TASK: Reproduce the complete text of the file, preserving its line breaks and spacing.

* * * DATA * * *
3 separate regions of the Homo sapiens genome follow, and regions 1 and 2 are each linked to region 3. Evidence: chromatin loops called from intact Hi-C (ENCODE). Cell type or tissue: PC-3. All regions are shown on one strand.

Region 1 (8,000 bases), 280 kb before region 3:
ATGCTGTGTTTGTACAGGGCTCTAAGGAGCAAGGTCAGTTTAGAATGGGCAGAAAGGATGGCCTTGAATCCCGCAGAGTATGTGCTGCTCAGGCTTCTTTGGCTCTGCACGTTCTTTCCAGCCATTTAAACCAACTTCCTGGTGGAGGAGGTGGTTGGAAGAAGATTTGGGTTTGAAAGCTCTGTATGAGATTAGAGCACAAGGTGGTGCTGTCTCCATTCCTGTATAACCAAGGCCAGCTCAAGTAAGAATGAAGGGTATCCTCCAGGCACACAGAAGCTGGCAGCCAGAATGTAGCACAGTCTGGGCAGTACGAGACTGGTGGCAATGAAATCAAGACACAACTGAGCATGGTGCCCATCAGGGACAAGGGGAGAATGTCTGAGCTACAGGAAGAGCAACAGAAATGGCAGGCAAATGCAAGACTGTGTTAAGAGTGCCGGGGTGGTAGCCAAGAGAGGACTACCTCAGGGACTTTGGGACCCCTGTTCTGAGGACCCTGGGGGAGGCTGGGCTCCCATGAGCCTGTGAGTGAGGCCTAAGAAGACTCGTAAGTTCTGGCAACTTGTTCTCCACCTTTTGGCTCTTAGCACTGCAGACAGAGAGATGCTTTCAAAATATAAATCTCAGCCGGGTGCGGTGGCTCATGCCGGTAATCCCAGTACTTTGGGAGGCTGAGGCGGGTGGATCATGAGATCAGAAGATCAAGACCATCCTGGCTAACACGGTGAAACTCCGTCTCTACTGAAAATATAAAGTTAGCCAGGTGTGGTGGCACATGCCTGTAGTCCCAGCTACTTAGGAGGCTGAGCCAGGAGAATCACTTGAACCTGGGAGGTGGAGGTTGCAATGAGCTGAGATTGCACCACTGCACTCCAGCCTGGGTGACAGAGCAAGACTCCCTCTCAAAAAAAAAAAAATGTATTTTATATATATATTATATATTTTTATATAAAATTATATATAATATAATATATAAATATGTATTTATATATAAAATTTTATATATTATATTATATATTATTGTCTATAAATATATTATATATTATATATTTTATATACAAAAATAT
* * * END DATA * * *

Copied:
3 separate regions of the Homo sapiens genome follow, and regions 1 and 2 are each linked to region 3. Evidence: chromatin loops called from intact Hi-C (ENCODE). Cell type or tissue: PC-3. All regions are shown on one strand.

Region 1 (8,000 bases), 280 kb before region 3:
ATGCTGTGTTTGTACAGGGCTCTAAGGAGCAAGGTCAGTTTAGAATGGGCAGAAAGGATGGCCTTGAATCCCGCAGAGTATGTGCTGCTCAGGCTTCTTTGGCTCTGCACGTTCTTTCCAGCCATTTAAACCAACTTCCTGGTGGAGGAGGTGGTTGGAAGAAGATTTGGGTTTGAAAGCTCTGTATGAGATTAGAGCACAAGGTGGTGCTGTCTCCATTCCTGTATAACCAAGGCCAGCTCAAGTAAGAATGAAGGGTATCCTCCAGGCACACAGAAGCTGGCAGCCAGAATGTAGCACAGTCTGGGCAGTACGAGACTGGTGGCAATGAAATCAAGACACAACTGAGCATGGTGCCCATCAGGGACAAGGGGAGAATGTCTGAGCTACAGGAAGAGCAACAGAAATGGCAGGCAAATGCAAGACTGTGTTAAGAGTGCCGGGGTGGTAGCCAAGAGAGGACTACCTCAGGGACTTTGGGACCCCTGTTCTGAGGACCCTGGGGGAGGCTGGGCTCCCATGAGCCTGTGAGTGAGGCCTAAGAAGACTCGTAAGTTCTGGCAACTTGTTCTCCACCTTTTGGCTCTTAGCACTGCAGACAGAGAGATGCTTTCAAAATATAAATCTCAGCCGGGTGCGGTGGCTCATGCCGGTAATCCCAGTACTTTGGGAGGCTGAGGCGGGTGGATCATGAGATCAGAAGATCAAGACCATCCTGGCTAACACGGTGAAACTCCGTCTCTACTGAAAATATAAAGTTAGCCAGGTGTGGTGGCACATGCCTGTAGTCCCAGCTACTTAGGAGGCTGAGCCAGGAGAATCACTTGAACCTGGGAGGTGGAGGTTGCAATGAGCTGAGATTGCACCACTGCACTCCAGCCTGGGTGACAGAGCAAGACTCCCTCTCAAAAAAAAAAAAATGTATTTTATATATATATTATATATTTTTATATAAAATTATATATAATATAATATATAAATATGTATTTATATATAAAATTTTATATATTATATTATATATTATTGTCTATAAATATATTATATATTATATATTTTATATACAAAAATAT